Q: “I was horrified to see that yet another anti-Israel protest took place on the Sea Point beachfront. Why do we allow these protests to take place? The protesters should be arrested!” 

 The Sea Point promenade is a public space and, as South African citizens, all are allowed to enjoy these open areas. As long as the group gathering to protest acts within the laws, they have a right to be there and express themselves. The City of Cape Town has strict laws in place to both govern the protest as well as protect each and every citizen before, during and after the protest action. The Cape SAJBD carefully monitors and documents every protest and engages with the relevant stakeholders to ensure these protests are in accordance with the law. 

Q: “There’s a Muslim who is posting such hateful stuff on Twitter and Facebook. We should lay criminal charges against him.”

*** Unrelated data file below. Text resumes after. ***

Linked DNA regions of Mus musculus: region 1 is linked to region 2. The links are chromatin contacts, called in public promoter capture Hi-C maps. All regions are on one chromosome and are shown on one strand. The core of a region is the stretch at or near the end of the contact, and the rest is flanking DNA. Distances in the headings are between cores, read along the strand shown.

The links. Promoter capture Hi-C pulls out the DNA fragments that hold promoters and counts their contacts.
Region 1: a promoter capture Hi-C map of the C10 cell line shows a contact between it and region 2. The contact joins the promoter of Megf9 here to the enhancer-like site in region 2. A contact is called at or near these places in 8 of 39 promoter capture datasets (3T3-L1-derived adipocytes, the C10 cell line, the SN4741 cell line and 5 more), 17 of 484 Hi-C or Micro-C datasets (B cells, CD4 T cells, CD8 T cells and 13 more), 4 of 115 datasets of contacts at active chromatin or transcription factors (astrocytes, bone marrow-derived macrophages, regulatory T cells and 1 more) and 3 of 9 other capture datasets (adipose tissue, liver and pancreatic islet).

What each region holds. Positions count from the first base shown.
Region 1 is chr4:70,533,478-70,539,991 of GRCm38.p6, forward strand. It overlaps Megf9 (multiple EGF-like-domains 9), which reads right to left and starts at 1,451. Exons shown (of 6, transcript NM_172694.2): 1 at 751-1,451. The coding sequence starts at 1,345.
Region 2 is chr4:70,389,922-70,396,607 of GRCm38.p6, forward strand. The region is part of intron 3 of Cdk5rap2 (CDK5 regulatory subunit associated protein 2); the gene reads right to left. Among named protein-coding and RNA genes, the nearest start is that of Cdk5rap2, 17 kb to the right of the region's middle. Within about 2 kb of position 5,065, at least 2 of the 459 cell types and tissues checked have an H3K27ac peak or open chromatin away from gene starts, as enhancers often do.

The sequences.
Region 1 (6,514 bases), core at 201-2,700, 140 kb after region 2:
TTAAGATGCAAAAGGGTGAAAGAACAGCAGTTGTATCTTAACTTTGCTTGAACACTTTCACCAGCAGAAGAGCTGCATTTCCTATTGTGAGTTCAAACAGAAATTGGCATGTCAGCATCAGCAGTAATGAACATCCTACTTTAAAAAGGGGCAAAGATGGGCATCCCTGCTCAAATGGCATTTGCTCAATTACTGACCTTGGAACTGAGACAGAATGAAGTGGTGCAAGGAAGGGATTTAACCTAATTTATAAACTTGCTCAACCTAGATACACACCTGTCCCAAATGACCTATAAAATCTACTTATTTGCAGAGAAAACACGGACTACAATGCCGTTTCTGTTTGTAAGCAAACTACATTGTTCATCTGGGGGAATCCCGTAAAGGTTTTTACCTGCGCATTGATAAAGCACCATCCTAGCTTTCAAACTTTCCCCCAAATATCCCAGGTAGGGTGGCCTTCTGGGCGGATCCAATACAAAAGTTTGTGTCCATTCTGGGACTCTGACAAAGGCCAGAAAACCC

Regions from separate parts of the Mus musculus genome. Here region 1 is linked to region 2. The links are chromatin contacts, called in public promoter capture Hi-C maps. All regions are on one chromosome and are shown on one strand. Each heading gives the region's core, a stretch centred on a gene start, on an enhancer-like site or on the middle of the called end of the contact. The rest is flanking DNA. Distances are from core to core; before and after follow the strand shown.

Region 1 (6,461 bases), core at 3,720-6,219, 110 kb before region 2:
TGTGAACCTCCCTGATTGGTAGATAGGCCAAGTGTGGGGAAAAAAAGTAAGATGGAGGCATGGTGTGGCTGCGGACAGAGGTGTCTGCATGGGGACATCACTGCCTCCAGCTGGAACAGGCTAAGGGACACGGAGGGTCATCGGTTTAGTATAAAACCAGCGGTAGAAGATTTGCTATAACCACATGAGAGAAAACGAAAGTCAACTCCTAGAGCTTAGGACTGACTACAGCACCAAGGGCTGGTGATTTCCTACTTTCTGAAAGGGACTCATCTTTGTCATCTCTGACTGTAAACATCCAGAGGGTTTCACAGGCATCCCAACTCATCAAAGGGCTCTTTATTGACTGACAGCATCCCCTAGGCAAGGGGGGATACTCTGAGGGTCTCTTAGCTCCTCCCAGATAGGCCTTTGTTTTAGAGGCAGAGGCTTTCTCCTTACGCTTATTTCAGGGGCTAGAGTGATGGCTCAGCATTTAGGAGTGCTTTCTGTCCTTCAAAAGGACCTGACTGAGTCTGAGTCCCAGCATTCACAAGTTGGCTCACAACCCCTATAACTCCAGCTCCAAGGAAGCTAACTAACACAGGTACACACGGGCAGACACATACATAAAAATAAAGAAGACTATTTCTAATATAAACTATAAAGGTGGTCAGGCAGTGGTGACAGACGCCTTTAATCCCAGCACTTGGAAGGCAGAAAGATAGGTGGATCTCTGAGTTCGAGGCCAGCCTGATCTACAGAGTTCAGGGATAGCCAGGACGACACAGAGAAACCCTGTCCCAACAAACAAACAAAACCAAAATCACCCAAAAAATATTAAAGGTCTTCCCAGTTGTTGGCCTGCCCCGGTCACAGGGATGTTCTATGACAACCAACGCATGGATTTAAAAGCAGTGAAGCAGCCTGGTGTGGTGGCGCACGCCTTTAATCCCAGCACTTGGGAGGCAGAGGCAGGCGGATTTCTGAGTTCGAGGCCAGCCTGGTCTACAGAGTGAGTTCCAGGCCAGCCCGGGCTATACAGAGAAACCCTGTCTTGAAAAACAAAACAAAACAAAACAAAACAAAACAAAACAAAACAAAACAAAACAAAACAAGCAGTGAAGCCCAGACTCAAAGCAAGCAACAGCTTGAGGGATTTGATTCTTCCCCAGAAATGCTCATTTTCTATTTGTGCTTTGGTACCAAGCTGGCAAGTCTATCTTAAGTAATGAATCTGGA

Social media is a challenging space, as are the laws associated with governing these platforms. The advice given to us by legal experts in this field would be to report the individuals to the relevant platforms and then block them accordingly. It is also important to capture the “evidence” by taking a screenshot or screen recording in case it is needed down the line.  It is not recommended to engage with these particular individuals. Where there is clear incitement of violence or antisemitism, this should then be reported to the Cape SAJBD and we will investigate the matter further and take the appropriate action. 

Q: “There’s so much antisemitism around these days. We need to prosecute more people, and we should sue them for defamation.”